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S Korean activists call for death penalty abolition

Last update: 10/10/2019
SEOUL, Oct 10 -- South Korean civic and religious groups on Thursday called for a complete abolition of capital punishment in the country, where a debate over the issue occasionally emerges in the aftermath of serious crimes, reported Yonhap News Agency.

"We need to cut the vicious circle of violence, in which horrendous punishment is used against horrendous crimes. ... Efforts are needed to clear fundamental reasons for crimes and solve social contradictions," the organisations said in a joint statement.

They referred to the recent identification of Lee Chun-jae, a jailed man in his 50s, as a suspect in a series of murders in Hwaseong, Gyeonggi Province, that happened between 1986-91.

"The fact that the criminal who made headlines was identified decades after (the incident) ironically shows that the death penalty must be abolished," they said, voicing concern about the possibility of wrongful execution.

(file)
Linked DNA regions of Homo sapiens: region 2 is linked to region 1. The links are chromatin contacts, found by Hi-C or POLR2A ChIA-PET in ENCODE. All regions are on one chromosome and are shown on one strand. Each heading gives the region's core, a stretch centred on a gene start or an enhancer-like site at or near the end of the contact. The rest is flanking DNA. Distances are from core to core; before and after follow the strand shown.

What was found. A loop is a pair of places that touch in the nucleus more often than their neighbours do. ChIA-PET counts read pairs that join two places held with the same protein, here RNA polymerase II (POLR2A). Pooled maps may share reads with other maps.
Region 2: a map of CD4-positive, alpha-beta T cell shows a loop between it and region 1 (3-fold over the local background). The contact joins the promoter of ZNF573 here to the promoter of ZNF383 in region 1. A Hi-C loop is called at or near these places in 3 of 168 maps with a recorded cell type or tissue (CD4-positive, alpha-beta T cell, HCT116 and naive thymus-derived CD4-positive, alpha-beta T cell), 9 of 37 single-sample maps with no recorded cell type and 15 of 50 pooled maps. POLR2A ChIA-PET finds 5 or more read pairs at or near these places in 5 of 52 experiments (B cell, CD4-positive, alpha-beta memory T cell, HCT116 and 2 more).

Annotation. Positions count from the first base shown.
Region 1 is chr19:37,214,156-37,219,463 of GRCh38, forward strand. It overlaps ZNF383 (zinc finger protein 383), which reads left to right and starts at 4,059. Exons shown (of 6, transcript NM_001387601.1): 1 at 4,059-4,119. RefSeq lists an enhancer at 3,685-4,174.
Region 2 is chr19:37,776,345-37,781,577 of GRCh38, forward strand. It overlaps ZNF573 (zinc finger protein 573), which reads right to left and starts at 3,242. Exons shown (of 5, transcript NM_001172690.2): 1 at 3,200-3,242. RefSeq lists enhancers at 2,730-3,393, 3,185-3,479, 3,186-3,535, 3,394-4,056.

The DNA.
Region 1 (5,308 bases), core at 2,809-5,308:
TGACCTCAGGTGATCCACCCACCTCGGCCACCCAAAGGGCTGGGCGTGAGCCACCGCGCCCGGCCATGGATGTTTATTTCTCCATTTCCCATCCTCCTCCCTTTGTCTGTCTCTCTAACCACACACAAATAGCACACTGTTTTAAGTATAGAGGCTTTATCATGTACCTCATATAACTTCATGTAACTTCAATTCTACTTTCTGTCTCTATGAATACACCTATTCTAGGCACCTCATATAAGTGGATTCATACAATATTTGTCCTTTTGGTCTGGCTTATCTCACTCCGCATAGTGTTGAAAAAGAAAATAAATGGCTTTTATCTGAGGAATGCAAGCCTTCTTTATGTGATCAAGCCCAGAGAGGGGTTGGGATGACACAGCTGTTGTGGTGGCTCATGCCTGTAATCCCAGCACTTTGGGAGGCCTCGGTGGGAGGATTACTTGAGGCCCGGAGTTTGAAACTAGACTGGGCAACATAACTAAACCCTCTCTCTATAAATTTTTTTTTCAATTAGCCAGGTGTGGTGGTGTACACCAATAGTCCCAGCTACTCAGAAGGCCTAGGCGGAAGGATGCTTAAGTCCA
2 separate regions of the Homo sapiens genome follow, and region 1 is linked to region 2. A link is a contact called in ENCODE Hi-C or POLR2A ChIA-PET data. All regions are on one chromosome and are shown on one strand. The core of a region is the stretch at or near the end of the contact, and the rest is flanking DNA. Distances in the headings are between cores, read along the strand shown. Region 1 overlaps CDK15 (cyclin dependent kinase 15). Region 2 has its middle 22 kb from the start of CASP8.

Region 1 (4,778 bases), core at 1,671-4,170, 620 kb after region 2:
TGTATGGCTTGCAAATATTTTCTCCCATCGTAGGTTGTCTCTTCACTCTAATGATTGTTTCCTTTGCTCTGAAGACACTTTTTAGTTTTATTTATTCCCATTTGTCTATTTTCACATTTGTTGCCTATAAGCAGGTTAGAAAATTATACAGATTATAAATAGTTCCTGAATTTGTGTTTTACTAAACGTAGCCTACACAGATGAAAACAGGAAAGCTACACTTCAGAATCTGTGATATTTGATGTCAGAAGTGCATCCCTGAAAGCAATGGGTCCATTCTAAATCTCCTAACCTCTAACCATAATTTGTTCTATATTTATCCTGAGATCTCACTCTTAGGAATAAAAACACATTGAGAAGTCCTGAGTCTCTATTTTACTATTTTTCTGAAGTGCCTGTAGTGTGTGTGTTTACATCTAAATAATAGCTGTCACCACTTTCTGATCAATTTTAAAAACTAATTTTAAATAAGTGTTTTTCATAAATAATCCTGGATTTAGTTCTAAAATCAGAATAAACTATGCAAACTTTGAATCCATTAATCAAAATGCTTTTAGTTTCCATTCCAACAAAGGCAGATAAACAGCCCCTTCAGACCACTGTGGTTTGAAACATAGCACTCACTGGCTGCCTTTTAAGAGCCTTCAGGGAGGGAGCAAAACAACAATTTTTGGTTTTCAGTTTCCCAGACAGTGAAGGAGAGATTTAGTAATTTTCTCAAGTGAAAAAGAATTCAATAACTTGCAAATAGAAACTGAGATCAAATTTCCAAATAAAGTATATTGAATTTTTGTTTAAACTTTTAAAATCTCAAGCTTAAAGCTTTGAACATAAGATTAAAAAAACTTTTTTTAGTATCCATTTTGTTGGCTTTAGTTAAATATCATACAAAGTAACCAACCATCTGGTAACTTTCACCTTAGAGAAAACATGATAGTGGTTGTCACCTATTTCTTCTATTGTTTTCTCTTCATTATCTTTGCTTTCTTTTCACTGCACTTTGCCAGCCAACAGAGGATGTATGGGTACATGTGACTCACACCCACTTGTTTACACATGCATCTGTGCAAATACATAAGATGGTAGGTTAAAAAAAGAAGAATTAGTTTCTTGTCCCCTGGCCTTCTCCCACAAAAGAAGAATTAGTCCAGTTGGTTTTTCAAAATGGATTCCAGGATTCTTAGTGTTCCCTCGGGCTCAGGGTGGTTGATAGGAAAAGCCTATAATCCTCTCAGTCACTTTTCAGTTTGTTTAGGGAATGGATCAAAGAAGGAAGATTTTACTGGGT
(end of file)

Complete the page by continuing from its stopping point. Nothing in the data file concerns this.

An association of 14 religious and civic groups in South Korea -- including Amnesty International Korea, Lawyers for a Democratic Society, and the Catholic Justice and Peace Committee -- released the statement in line with the 17th World Day Against the Death Penalty.

The organisations called for the establishment of a safety net to protect the public from crimes, as well as more efforts to help victims and families of victims who have been hurt by serious crimes.

The organisations said that a group of around 70 lawmakers have jointly submitted a motion for abolishing the death punishment at the National Assembly for the sixth year in a row.

South Korea is classified as an "abolitionist in practice country," which means that the government retains the death penalty but has not actually executed a criminal for the past 10 years or longer.

The last execution that took place here dates back to Dec. 30, 1997, more than 20 years ago.

-- BERNAMA



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